OCR Interpretation


The Ohio organ, of the temperance reform. (Cincinnati, [Ohio]) 1853-1854, May 20, 1853, Image 5

Image and text provided by Ohio History Connection, Columbus, OH

Persistent link: https://chroniclingamerica.loc.gov/lccn/sn91069452/1853-05-20/ed-1/seq-5/

What is OCR?


Thumbnail for 141

THE OHIO ORGAN OF THE
TEMPERANCE REFORM.
141
. The Editor
Is absent doing battle in the good
cause in Meigs and Athens counties.
We expect him to return on Saturday.
The readers of the Organ have no
adequate conception of the call made
upon our Editor to attend and address
mass meetings in this and other States.
Every where there seems to be a gen
eral waking up to the importance of
the present crisis. More laborers are
needed in the field. There are men of
talents who love the cause, who ought
to give themselves to the causo of all
mankind. One man, or a dozen men,
we care not how efficient, will not an
swer the emergencies of the case.
State Executive Committee Bus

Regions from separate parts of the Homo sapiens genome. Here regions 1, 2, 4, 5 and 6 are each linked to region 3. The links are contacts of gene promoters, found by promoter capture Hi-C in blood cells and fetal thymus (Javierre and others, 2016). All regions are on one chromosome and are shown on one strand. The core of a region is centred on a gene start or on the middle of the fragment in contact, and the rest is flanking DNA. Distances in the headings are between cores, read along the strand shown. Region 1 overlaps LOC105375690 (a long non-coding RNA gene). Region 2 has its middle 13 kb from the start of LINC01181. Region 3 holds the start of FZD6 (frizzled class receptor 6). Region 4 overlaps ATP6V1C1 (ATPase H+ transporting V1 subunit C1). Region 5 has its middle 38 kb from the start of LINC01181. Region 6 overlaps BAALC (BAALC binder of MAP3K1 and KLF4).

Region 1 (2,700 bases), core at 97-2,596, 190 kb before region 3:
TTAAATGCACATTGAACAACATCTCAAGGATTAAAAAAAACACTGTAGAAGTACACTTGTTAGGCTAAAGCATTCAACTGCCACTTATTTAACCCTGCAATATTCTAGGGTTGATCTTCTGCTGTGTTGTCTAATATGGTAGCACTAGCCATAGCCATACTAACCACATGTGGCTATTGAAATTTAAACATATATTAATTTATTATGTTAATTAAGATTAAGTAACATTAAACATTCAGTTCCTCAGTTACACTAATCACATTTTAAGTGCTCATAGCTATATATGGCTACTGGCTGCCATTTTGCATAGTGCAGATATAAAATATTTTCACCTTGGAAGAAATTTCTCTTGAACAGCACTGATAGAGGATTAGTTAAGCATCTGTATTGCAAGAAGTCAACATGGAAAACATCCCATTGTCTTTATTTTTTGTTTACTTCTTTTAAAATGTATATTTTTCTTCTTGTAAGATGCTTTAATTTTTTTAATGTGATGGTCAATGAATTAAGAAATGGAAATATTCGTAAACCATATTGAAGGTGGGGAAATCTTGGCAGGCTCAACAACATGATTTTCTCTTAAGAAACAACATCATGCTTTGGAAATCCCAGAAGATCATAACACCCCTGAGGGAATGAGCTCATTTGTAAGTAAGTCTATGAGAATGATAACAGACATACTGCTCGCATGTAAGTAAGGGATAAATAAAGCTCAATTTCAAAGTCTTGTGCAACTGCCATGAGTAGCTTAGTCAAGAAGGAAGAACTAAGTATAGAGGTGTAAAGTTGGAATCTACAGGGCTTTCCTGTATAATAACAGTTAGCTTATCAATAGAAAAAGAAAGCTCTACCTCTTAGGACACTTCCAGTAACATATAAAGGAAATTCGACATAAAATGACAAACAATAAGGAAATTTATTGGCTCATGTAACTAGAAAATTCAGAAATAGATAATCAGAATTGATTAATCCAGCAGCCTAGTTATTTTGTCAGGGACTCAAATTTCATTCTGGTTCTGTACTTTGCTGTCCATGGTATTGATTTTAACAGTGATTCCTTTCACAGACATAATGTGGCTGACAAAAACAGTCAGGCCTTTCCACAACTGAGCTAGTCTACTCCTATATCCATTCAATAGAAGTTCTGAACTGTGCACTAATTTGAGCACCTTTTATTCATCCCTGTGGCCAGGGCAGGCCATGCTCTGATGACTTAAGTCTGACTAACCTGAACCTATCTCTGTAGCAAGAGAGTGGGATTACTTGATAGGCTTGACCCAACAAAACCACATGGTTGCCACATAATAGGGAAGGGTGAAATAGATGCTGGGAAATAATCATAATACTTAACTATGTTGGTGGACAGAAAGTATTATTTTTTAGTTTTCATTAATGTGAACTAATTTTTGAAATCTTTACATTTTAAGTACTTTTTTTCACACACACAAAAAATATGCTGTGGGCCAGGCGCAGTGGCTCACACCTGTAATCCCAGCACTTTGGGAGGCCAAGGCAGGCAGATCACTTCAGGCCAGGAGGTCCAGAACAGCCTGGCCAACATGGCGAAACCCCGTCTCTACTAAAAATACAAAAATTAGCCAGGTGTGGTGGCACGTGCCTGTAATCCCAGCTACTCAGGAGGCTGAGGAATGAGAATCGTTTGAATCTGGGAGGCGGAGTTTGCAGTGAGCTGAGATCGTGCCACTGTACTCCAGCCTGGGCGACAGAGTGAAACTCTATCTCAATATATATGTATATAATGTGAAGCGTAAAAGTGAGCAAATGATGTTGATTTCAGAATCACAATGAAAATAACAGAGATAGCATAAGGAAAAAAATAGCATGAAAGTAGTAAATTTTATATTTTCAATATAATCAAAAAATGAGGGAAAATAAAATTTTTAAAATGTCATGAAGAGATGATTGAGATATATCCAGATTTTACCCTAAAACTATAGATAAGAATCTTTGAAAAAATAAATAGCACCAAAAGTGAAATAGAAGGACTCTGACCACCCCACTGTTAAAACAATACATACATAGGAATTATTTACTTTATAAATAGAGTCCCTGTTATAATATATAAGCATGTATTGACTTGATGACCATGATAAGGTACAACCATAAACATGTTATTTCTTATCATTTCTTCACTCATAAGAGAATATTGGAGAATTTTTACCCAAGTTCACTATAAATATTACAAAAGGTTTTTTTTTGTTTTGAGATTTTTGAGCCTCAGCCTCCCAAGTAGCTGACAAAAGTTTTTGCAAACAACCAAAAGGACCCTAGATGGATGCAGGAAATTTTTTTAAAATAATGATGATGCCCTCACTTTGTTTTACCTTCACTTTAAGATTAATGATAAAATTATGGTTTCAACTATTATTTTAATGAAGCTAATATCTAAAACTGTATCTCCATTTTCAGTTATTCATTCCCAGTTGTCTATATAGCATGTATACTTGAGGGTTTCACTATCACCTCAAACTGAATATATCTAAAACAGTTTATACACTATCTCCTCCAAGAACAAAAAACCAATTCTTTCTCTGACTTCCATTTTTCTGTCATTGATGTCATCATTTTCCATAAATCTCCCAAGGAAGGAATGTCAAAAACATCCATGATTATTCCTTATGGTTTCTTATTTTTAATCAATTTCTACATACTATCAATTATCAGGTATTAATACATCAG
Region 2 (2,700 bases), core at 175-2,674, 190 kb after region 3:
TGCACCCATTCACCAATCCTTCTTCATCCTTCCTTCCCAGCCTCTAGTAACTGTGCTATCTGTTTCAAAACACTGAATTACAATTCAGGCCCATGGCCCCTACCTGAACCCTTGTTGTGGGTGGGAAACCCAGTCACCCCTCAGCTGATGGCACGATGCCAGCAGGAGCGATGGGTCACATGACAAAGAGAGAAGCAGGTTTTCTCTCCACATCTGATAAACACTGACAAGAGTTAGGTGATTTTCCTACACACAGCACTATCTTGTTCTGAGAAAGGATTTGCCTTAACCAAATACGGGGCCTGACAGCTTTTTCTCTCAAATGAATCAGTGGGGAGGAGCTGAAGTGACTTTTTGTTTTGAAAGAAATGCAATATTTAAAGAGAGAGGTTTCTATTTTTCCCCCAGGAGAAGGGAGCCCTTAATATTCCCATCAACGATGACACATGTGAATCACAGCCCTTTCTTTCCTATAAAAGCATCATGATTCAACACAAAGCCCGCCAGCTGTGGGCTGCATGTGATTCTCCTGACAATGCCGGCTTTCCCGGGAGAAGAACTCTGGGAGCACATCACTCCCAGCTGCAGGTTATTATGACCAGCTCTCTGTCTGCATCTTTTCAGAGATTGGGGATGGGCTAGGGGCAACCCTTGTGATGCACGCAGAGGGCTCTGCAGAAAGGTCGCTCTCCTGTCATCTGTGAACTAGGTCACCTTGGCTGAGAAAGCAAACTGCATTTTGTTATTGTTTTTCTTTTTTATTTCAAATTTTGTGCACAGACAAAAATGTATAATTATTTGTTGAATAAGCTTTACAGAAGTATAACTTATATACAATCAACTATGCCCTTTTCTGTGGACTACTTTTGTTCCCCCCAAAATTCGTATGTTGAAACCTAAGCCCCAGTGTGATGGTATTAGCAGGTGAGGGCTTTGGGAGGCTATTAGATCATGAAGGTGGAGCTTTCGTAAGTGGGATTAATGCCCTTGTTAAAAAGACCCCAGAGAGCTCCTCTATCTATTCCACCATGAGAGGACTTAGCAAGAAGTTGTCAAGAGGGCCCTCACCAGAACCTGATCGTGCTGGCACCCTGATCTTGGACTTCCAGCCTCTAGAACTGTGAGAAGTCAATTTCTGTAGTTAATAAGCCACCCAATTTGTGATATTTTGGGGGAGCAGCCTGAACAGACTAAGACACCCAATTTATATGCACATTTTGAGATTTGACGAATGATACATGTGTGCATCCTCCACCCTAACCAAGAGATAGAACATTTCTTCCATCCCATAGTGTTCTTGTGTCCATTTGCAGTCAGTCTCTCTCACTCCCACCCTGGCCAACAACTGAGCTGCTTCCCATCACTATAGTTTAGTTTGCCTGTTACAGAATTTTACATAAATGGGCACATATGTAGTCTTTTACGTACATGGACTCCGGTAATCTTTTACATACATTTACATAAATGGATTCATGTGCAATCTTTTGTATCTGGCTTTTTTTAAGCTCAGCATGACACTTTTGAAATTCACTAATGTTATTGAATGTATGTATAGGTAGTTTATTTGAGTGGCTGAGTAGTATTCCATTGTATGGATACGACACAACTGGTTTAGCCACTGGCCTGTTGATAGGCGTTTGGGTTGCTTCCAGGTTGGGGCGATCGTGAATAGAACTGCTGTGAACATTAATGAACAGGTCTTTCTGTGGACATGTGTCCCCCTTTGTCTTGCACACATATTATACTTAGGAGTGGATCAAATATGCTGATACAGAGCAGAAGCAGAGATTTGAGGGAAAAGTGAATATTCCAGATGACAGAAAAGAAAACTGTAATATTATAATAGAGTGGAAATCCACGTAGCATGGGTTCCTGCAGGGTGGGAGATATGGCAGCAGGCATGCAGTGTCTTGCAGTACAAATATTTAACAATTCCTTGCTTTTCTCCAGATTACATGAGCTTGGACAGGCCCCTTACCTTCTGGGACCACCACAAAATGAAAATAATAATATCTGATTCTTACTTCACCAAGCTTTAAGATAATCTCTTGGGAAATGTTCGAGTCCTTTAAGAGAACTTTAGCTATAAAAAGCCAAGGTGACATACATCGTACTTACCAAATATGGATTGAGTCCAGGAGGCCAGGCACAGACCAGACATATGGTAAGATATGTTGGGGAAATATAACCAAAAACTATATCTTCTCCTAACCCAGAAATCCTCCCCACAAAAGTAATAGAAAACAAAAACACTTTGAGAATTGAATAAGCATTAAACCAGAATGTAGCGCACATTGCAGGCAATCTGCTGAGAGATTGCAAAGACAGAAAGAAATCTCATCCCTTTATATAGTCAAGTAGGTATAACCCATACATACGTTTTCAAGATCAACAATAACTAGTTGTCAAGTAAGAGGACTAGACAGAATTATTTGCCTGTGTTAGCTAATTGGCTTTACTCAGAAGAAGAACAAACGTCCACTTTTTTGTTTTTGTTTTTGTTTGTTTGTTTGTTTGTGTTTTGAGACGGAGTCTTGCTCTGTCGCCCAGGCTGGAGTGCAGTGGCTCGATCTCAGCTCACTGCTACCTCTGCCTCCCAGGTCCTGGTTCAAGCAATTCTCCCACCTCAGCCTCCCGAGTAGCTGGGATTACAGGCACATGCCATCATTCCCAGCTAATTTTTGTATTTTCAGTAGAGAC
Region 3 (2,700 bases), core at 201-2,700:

iness. We hope all our readers , will care
fully read the communication publish
ed last week from Bro. Warren Jen
kins, Secretary of the State Executive
Committee. It contains matter for ser
ious reflection just at this time. This
call upon the liberality and generos
ity of the Temperance people of Oh o
should be met at once, and that, too,
immediately. There is no use in at
tempting to canvass the State thor
oughly, unless those chosen to lead in
the matter, are abundantly supplied
with means. Without it, their hands
are tied, and their efforts to accomplish
the desired end, will be futile. When
either of the political parties of the
day organize themselves for a cam
paign, the first thing they do is to col
lect a sufficient amount of money for
their purposes. When this is done,
their plans being all made, they com
mence work, and not till them.
In 1861 , when the No-License
clause of the new ConstttuUoa , was
adopted, nothing was left undone to
secure its adoption. The whole coun
try was completely flooded with Tracts,
&c. The people were made to under
stand the nature of the contest, and
hence our victory. Had the Grand
Division of Ohio not assumed the re
sponsibilities of this campaign, we are